See inside incredible £600,000 five bedroom railway station conversion
PUBLISHED: 14:50 28 May 2018 | UPDATED: 08:14 29 May 2018
See the most INCREDIBLE conversion of an old railway signal box and waiting room into a home for sale. Property editor Caroline Culot visited The Old Station House, Haddiscoe, near Beccles, for sale for a guide price of £600,000 with Musker McIntyre.
In 11 years of being property editor, I’ve never seen anything like this.
Tucked away from view and accessed only by foot, you find this five bedroom home converted from a former railway signal box, engine room and waiting room.
You park at the current Haddiscoe station, cross the existing line and then walk past some cottages and then up some old wrought iron steps, literally in the middle of the countryside but then, at the top of the steps, you see ahead of you, what still looks like a brick, canopied waiting room on a platform, with another platform opposite, but where the track used to be, now grass. No trains run here, now.
This was the Great Eastern railway line from Great Yarmouth to Beccles, which ran for 100 years, from 1859 to 1959, until it closed, one of numerous lines brought to a halt following the Beechings cuts.
What used to be a busy station with people waiting for the trains is now a quiet haven, with the line overgrown with grass.
But, incredibly, whereas the line closed, the infrastructure remained and 18 years ago, the current owners bought the left over railway buildings privately. So, this will be the very first time it has come on the market for sale.
Much of the railway memorabilia such as signage had been stolen but what remained was the signal box complete with its barrelled, pitch pine ceiling inside and solid staircase which would have been used by the station master, every time a train was approaching.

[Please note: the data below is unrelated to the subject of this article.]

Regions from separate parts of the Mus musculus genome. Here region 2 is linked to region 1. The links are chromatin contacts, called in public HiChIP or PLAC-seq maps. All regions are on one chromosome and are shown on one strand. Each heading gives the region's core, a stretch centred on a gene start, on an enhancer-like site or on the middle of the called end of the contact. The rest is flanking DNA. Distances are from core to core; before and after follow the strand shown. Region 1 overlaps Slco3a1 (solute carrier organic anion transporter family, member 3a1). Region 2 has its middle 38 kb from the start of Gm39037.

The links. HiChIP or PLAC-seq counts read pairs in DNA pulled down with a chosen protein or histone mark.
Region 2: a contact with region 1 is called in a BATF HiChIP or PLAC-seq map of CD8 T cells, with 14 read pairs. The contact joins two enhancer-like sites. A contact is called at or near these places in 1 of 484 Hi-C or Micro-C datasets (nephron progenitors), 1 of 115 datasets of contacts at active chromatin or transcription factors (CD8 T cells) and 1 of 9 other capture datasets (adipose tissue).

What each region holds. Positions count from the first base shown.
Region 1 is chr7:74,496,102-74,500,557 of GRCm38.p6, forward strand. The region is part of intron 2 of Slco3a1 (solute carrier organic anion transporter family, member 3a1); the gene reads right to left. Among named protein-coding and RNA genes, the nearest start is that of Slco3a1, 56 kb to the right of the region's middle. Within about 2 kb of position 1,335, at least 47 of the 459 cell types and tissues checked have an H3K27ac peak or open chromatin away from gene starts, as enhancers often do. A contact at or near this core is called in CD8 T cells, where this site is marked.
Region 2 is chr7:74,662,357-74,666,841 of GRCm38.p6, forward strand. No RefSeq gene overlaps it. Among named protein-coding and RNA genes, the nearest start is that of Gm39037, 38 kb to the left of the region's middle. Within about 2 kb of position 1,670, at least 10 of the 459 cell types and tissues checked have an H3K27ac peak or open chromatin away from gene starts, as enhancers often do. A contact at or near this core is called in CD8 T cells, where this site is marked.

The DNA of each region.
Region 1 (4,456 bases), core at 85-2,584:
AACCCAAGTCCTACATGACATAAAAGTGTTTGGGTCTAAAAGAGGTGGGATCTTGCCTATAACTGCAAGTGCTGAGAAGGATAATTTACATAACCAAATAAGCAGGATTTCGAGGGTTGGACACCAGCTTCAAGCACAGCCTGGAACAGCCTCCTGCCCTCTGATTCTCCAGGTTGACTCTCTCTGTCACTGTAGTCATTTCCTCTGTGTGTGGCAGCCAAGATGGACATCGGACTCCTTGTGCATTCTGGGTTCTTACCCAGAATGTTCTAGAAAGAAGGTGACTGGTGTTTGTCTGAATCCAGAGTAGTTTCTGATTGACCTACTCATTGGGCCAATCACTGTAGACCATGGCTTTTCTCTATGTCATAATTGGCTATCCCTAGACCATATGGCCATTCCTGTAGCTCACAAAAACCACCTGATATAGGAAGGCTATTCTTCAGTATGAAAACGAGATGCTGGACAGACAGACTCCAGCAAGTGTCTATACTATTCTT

The signals have all gone and long levers he would have used, but the large windows remain giving you the most incredible view out over the river Waveney.
Looking directly ahead, you can see massive brick boulders in a line, the remains of what would have been the railway bridge.
It gives you a fantastic view because the station master would have needed a clear view ahead of the train approaching. This room is now an upstairs living room with that splendid view.
What also makes this house so unusual, is the fact it is all constructed on tall concrete ‘stilts’ because it needed that elevated view.
The owners have also converted two other brick buildings, the original engine room and a store to create a family home with a large kitchen, bathroom, a master bedroom with a dressing room, four further bedrooms and a cloakroom.
It makes a fantastic home with the most stunning views from all the windows, out to the Broads and countryside with no other dwellings visible, anywhere near.
Then there is the waiting room a little walk from the main house which has been beautifully converted by the owners into a one bedroom holiday let.
The space has been cleverly adapted so there is a double bed as a top bunk with space for a sofa beneath, a kitchen and there is the original fireplace where once shivering rail passengers would have waited in the warmth for their next train.
The only thing there wasn’t room for, was a lavatory, so the owners have installed an outside portable toilet.
The property is set in 3.75 acres of totally secluded countryside and comes with a private mooring of approximately 40 ft.
Although this home is secluded and you do have to walk the last leg of the journey to it, you can, of course, get on the train, literally a couple of minutes’ walk away, at the existing station, with the line taking you to Norwich one way and Lowestoft, the other.
The owners have one child who goes to school in Norwich daily using this route and there is a school bus which stops nearby for their youngest child, who goes to school locally.
I can honestly say, I’ve never seen anything like this property which has been given a remarkable new lease of life.
Fore more information, contact Musker McIntyre on 01502 710180 www.muskermcintyre.co.uk
The video has been filmed by Musker McIntyre.